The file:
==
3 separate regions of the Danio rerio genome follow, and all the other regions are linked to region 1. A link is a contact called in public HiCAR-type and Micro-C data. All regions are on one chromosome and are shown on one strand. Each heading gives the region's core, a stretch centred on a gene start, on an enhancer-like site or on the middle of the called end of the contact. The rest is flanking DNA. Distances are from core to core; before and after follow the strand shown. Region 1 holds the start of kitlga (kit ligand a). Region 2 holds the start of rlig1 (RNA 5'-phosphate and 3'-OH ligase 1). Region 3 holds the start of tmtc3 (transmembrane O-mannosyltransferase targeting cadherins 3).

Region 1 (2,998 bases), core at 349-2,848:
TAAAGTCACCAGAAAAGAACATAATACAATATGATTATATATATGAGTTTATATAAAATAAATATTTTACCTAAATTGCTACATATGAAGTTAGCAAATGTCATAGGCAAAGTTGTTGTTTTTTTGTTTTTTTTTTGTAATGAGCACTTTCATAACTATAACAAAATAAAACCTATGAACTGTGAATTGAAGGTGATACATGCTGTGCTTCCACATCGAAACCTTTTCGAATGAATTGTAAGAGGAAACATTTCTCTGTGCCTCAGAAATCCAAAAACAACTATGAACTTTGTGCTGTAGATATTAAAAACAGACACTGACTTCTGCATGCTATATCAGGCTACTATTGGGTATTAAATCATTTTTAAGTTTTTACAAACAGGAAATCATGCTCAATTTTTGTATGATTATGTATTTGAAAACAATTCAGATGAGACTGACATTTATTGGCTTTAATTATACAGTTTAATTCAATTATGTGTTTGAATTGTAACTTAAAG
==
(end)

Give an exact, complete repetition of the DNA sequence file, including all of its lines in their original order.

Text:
3 separate regions of the Danio rerio genome follow, and all the other regions are linked to region 1. A link is a contact called in public HiCAR-type and Micro-C data. All regions are on one chromosome and are shown on one strand. Each heading gives the region's core, a stretch centred on a gene start, on an enhancer-like site or on the middle of the called end of the contact. The rest is flanking DNA. Distances are from core to core; before and after follow the strand shown. Region 1 holds the start of kitlga (kit ligand a). Region 2 holds the start of rlig1 (RNA 5'-phosphate and 3'-OH ligase 1). Region 3 holds the start of tmtc3 (transmembrane O-mannosyltransferase targeting cadherins 3).

Region 1 (2,998 bases), core at 349-2,848:
TAAAGTCACCAGAAAAGAACATAATACAATATGATTATATATATGAGTTTATATAAAATAAATATTTTACCTAAATTGCTACATATGAAGTTAGCAAATGTCATAGGCAAAGTTGTTGTTTTTTTGTTTTTTTTTTGTAATGAGCACTTTCATAACTATAACAAAATAAAACCTATGAACTGTGAATTGAAGGTGATACATGCTGTGCTTCCACATCGAAACCTTTTCGAATGAATTGTAAGAGGAAACATTTCTCTGTGCCTCAGAAATCCAAAAACAACTATGAACTTTGTGCTGTAGATATTAAAAACAGACACTGACTTCTGCATGCTATATCAGGCTACTATTGGGTATTAAATCATTTTTAAGTTTTTACAAACAGGAAATCATGCTCAATTTTTGTATGATTATGTATTTGAAAACAATTCAGATGAGACTGACATTTATTGGCTTTAATTATACAGTTTAATTCAATTATGTGTTTGAATTGTAACTTAAAG